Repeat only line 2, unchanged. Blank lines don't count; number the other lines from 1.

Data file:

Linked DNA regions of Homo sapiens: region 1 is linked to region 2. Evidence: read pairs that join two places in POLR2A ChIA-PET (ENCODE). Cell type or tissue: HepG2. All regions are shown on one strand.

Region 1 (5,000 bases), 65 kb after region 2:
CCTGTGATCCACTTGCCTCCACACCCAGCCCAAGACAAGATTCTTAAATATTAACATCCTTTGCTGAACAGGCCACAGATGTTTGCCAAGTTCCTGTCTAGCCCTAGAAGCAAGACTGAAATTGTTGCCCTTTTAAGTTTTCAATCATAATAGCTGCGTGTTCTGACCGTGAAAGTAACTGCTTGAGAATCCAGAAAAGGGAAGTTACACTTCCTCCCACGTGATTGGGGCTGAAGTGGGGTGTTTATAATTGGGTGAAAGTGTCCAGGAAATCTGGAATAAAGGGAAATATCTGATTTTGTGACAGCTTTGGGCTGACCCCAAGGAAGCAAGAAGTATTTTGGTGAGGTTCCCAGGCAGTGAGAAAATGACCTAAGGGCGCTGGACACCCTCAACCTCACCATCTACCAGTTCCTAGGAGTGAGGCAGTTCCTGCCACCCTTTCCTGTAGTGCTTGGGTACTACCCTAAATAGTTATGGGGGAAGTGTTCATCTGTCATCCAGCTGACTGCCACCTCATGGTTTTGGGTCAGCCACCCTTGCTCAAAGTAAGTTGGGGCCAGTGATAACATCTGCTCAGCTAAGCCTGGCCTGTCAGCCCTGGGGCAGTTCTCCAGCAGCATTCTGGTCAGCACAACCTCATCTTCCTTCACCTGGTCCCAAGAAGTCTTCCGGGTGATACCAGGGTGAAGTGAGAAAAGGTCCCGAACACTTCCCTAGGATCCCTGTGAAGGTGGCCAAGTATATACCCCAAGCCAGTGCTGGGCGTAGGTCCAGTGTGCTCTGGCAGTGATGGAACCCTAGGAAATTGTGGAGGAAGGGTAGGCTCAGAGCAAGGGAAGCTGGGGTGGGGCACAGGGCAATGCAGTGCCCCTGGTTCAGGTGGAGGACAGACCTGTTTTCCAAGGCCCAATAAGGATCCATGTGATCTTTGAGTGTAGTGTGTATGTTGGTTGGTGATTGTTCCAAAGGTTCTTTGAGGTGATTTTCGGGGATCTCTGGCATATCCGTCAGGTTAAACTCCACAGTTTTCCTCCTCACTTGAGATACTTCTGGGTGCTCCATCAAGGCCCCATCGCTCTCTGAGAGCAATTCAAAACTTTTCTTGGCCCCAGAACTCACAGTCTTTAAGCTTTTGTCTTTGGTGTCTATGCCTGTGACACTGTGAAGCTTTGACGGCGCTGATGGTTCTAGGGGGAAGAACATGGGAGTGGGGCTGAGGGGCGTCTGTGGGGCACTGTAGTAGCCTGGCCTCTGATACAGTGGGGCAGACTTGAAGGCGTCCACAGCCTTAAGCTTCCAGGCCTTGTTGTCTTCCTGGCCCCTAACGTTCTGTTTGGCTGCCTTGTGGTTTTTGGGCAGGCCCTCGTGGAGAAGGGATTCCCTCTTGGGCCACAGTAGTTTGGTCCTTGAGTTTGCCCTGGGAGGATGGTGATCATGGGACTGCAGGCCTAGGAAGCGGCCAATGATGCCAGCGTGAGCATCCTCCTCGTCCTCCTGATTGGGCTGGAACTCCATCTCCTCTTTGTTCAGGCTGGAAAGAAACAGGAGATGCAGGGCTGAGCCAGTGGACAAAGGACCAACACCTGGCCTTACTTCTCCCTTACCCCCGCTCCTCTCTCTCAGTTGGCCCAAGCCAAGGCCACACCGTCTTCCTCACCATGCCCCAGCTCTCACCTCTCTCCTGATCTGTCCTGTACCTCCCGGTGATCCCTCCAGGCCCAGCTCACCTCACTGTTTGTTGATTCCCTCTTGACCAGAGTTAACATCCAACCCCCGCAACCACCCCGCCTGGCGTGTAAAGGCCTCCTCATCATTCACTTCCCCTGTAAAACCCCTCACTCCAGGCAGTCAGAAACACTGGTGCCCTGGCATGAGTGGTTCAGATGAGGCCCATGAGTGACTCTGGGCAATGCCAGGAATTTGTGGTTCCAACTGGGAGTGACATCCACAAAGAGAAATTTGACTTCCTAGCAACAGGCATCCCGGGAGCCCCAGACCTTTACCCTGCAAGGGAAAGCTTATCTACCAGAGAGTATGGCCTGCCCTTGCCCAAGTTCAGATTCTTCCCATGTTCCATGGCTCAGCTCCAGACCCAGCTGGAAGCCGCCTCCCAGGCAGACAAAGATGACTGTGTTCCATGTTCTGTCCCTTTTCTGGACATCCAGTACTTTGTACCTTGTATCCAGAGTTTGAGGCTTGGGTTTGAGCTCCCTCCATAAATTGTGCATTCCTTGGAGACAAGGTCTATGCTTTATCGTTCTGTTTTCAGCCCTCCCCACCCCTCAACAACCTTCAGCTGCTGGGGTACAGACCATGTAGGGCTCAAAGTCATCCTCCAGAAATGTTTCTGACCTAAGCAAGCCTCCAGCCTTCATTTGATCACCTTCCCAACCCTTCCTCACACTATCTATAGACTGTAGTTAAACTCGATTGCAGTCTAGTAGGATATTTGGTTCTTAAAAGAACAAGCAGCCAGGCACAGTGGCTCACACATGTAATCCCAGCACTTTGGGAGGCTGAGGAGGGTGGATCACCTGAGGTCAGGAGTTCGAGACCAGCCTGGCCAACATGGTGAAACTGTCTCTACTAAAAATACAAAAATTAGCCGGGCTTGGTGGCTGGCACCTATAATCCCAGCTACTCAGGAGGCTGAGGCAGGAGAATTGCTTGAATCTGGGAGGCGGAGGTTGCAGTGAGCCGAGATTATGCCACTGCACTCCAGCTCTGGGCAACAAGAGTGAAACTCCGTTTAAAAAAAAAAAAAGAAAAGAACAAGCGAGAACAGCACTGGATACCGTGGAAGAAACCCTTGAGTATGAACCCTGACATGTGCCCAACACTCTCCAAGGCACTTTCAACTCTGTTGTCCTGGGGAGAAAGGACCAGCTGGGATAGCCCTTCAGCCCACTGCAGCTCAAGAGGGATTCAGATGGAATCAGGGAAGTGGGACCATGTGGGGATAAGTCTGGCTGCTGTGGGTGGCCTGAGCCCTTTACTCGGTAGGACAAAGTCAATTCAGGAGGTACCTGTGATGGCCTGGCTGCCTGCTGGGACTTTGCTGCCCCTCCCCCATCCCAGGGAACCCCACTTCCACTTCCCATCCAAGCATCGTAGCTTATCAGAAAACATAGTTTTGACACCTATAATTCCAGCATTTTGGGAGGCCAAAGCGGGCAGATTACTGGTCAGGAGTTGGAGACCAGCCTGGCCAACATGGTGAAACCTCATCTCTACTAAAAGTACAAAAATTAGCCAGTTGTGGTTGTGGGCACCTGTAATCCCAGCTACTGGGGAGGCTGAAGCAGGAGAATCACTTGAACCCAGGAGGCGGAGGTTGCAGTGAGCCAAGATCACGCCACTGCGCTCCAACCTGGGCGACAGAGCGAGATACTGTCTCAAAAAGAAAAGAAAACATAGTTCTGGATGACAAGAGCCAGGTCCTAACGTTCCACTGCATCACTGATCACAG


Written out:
Region 1 (5,000 bases), 65 kb after region 2: